Famous Stories About Aloha Wanderwell
By January 1925, Cap and Aloha were living in San Francisco. They would later move to Los Angeles to keep making movies. Over the course of a few months, Aloha’s Sam Browne belt got her into trouble when she was arrested for pretending to be a military officer by wearing a uniform (not a US uniform, but the company one designed by Cap and based on Boy Scout uniforms) and fined.
Another story said that Aloha was again arrested while giving a presentation in Pasadena. This time, he was charged with working while too young. Even though she was 18 at the time, Richard made a joke about how Aloha put a different birthdate on every important document, sometimes 1906 and sometimes 1908. This may have made it hard to figure out how old she really was. Richard also said that she always put 5’9″ instead of her real height when she filled out forms.
In April 1925, Cap came back from Florida, where he’d bought a house for them in Miami. One story says that when the Wanderwells tried to cross the California border, they were threatened with the Mann Act because Aloha was not yet 21 years old. This made Cap make a quick plan. Aloha said that Cap said he had always loved her and that he had proposed as soon as he got back from Florida. They got married quickly in Riverside, California, so maybe both stories are true.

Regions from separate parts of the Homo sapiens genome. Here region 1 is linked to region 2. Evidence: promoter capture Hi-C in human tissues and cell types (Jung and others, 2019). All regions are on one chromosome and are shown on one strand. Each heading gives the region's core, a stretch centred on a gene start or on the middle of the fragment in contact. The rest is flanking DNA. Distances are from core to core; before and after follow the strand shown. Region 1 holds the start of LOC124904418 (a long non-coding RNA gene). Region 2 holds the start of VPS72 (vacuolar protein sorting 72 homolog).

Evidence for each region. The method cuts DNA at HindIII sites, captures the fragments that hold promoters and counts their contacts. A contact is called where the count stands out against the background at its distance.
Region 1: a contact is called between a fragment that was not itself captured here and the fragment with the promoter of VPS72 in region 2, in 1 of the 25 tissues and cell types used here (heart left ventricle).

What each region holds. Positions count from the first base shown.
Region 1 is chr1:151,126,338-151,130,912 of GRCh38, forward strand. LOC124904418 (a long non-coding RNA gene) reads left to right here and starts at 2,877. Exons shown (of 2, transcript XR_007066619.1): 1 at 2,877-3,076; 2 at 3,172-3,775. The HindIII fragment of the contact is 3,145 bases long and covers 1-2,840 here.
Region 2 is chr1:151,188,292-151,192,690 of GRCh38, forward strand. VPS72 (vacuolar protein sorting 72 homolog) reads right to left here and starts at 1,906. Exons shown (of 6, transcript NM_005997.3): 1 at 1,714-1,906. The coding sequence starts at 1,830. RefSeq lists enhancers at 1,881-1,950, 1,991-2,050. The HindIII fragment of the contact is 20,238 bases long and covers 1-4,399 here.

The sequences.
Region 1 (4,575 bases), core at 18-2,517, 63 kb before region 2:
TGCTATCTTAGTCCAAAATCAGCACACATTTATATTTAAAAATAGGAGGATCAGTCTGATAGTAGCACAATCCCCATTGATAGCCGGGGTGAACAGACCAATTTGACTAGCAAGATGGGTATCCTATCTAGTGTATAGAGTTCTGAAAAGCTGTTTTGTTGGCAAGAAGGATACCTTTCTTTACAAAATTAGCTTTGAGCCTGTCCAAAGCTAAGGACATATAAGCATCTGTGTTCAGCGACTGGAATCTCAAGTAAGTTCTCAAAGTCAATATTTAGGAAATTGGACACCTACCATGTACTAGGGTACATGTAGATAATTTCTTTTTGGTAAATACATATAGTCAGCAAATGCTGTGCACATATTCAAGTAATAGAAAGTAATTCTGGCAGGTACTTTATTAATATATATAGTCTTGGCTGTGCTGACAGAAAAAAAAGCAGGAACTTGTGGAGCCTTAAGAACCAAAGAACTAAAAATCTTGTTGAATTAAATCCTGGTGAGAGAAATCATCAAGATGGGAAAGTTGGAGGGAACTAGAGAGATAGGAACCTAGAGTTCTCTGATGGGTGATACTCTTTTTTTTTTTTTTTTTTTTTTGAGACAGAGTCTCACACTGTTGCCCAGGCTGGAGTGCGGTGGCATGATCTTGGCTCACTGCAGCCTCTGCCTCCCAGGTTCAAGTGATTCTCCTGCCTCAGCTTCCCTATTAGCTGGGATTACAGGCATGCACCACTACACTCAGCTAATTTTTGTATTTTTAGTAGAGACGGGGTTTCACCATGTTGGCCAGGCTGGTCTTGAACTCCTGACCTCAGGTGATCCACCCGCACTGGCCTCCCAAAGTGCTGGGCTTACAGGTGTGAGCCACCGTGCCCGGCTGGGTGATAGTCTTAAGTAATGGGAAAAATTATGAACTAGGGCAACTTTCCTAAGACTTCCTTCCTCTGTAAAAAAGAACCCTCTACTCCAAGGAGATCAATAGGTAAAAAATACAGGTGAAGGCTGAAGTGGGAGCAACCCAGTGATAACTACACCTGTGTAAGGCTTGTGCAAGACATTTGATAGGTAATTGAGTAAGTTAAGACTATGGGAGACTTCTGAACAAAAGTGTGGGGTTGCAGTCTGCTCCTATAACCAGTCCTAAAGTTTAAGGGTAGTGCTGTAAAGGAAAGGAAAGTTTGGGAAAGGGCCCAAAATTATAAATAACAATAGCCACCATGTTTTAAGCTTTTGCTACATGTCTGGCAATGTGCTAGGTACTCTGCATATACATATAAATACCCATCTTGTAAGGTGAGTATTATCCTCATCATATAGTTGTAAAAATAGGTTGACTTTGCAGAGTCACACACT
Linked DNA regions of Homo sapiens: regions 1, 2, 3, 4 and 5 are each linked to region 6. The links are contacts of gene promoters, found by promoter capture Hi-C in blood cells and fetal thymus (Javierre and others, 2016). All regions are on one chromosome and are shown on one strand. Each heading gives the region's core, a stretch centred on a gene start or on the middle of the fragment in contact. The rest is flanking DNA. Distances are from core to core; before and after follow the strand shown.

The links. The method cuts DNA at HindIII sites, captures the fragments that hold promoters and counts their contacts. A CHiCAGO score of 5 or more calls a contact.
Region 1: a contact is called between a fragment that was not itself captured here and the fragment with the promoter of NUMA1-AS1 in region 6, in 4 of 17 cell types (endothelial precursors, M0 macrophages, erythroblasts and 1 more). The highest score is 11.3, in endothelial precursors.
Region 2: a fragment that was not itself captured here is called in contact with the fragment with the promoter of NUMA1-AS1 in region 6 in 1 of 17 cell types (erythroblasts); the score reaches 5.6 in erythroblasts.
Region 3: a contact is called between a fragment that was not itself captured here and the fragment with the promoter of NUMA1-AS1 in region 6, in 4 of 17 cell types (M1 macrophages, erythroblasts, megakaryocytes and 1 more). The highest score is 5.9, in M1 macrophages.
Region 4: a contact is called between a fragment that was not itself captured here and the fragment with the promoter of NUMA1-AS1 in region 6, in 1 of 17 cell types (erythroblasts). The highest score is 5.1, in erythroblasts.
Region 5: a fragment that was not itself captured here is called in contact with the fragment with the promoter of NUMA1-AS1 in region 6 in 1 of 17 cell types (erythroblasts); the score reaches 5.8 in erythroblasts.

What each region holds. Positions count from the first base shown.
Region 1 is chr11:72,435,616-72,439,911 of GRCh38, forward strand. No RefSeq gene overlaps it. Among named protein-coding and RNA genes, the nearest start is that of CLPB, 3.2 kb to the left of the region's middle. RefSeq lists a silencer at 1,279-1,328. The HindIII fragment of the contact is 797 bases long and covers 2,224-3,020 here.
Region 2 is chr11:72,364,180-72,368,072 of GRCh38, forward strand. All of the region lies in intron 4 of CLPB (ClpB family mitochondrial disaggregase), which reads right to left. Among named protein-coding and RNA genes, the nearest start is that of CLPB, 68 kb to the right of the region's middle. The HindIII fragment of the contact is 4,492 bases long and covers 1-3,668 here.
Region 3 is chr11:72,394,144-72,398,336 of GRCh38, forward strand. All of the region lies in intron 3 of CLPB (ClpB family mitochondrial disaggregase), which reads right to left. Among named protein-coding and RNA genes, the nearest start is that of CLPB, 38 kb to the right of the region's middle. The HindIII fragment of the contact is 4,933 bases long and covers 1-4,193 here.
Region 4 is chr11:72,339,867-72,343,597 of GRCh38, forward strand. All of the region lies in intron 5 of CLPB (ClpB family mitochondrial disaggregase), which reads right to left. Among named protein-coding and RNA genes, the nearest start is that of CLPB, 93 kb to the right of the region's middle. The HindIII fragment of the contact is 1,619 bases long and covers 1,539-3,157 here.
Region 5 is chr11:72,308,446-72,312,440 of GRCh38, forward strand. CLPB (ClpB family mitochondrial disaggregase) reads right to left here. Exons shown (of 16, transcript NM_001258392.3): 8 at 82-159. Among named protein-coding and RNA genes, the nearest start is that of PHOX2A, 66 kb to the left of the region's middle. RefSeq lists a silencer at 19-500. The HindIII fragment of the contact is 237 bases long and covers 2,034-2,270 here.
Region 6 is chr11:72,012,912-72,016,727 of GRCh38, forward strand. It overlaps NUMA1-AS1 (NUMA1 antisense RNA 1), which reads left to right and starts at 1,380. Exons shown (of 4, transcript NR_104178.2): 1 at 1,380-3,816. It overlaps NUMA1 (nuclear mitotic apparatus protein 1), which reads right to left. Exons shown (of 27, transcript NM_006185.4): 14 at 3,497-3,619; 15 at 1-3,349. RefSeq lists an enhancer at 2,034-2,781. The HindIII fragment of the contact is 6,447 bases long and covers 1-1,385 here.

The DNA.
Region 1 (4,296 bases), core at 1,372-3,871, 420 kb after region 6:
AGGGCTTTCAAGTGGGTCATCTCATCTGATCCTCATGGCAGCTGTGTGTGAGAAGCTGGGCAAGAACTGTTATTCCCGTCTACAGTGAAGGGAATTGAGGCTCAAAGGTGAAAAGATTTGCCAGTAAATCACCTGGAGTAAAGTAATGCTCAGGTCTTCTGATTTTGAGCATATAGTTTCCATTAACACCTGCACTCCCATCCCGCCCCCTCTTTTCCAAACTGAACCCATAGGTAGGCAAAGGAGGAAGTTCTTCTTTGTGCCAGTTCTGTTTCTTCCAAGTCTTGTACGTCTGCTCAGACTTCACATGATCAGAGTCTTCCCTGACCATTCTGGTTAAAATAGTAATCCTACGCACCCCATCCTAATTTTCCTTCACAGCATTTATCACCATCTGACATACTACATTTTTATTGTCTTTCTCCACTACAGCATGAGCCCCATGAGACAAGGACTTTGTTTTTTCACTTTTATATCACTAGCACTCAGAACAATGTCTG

As Aloha Wanderwell Baker
While the dust from the incident was still settling, Aloha married Walter Baker, a WAWEC cinematographer, in 1933.
As Aloha Baker, she kept traveling and working closely with her new husband. She went on to have a long and successful career as an explorer, documentary filmmaker, and lecturer. Her fame as “Aloha Wanderwell, The World’s Most Traveled Girl” is a fascinating reminder of a time when a woman couldn’t even imagine a life without borders.
In her later years, Aloha Wanderwell took good care of her valuable collection of films, photos, journals, and artifacts from her travels. Aloha wrote Call to Adventure in 1939 at the age of thirty-three. She also made sure that much of her work would be kept in museums and schools across the United States.
Aloha Wanderwell died on June 4, 1966, at the age of 90 in Newport Beach, California. Even though Aloha was not very well known at the time of her death, her films, photos, journals, and other things from her travels were and still are very famous.
Aloha Wanderwell Video Story